3rd Sunday of Ordinary Time (C)

Gospel  (Luke 1: 1-4, 4: 14-21)

Seeing that many others have undertaken to draw up accounts of the events that have taken place among us, exactly as these were handed down to us by those who from the outset were eyewitnesses and ministers of the word, I in my turn, after carefully going over the whole story from the beginning, have decided to write an ordered account for you, Theophilus, so that your Excellency may learn how well founded the teaching is that you have received.

Jesus, with the power of the Spirit in him, returned to Galilee; and his reputation spread throughout the countryside. He taught in their synagogues and everyone praised him.

He came to Nazara, where he had been brought up, and went into the synagogue on the sabbath day as he usually did. He stood up to read and they handed him the scroll of the prophet Isaiah. Unrolling the scroll he found the place where it is written:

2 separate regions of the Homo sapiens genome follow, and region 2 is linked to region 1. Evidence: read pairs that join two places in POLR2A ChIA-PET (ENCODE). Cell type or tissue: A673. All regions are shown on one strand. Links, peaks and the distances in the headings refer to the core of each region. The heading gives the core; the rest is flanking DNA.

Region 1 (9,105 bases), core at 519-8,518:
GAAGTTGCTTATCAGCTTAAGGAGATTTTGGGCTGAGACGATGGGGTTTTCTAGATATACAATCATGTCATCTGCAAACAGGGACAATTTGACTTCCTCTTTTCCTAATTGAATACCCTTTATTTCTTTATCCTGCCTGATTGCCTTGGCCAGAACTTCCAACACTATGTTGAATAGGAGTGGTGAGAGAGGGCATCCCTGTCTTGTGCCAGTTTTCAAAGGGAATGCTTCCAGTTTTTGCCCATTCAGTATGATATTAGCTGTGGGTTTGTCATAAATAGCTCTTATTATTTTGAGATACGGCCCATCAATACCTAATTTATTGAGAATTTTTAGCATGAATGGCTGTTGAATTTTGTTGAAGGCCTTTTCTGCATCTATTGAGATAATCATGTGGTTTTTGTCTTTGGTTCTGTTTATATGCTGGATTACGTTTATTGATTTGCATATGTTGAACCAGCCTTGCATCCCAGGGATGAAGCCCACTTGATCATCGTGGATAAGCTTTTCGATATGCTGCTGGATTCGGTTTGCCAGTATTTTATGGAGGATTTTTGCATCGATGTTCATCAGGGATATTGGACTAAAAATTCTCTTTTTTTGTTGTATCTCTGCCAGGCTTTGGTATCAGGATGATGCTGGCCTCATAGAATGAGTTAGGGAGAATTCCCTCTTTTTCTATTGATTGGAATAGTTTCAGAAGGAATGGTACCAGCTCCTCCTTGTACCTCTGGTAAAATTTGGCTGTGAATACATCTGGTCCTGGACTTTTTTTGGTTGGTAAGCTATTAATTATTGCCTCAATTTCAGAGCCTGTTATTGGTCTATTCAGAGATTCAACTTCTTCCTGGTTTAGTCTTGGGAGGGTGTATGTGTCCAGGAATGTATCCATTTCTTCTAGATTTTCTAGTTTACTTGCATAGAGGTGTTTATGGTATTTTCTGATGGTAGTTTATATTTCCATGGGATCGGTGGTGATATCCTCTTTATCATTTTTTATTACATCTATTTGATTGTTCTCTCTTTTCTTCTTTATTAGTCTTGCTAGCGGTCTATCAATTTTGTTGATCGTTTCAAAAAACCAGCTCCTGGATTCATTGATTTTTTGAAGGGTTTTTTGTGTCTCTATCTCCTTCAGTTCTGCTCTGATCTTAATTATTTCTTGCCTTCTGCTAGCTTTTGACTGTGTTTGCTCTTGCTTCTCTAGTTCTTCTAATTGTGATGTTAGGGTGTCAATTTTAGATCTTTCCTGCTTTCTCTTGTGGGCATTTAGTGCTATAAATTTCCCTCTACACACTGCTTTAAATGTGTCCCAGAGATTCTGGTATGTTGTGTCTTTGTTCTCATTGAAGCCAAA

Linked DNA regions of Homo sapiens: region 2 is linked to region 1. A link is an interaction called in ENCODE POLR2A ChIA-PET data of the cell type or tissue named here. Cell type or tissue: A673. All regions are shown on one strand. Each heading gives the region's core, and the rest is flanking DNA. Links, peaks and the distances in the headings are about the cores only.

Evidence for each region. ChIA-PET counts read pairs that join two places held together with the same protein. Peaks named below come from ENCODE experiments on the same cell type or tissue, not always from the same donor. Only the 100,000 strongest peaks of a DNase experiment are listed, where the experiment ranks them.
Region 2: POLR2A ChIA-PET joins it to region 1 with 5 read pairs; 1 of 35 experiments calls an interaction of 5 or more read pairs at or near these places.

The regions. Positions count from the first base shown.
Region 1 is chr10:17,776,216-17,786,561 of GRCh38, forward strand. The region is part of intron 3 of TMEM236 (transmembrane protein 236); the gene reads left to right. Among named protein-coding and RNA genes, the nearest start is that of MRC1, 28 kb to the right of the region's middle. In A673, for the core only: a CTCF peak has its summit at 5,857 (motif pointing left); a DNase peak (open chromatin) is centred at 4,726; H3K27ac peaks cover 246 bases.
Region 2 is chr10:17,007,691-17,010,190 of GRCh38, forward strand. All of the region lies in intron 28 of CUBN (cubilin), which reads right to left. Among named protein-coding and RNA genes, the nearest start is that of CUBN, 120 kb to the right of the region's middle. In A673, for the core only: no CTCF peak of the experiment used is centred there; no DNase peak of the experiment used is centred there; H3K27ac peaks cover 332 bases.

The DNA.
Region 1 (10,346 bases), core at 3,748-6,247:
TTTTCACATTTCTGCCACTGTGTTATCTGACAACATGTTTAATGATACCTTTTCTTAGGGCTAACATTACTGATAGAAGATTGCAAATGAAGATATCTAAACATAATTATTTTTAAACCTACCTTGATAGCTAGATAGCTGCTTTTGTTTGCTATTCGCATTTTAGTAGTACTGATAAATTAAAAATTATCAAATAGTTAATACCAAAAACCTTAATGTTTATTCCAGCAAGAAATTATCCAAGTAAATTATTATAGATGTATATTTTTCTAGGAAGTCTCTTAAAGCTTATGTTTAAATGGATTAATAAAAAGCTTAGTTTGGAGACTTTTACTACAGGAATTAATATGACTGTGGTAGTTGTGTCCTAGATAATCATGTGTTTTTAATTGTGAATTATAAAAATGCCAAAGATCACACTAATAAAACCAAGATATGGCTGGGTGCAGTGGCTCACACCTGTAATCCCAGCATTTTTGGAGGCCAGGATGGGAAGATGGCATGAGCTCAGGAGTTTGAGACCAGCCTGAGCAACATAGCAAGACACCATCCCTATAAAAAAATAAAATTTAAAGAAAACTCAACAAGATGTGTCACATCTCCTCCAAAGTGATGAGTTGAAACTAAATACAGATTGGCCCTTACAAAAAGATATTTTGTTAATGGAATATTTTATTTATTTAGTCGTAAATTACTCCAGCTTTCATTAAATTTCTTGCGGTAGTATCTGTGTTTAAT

The spirit of the Lord has been given to me,
for he has anointed me.
He has sent me to bring the good news to the poor,
to proclaim liberty to captives
and to the blind new sight,
to set the downtrodden free,
to proclaim the Lord’s year of favour.

He then rolled up the scroll, gave it back to the assistant and sat down. And all eyes in the synagogue were fixed on him. Then he began to speak to them, ‘This text is being fulfilled today even as you listen.’



As I begin my prayer, I try to relax and focus my attention on my regular breathing. I may close my eyes or gaze at a candle. Gently, I slow down and become aware of being in God’s presence.

When I am ready, I read the text carefully a couple of times.

Perhaps I can imagine Jesus in the synagogue setting. The people know him, he comes here every Sabbath. But now he returns, having gained attention elsewhere in Galilee for his teaching and preaching.

As one of the crowd, what am I expecting from this familiar, but now renowned, Jesus?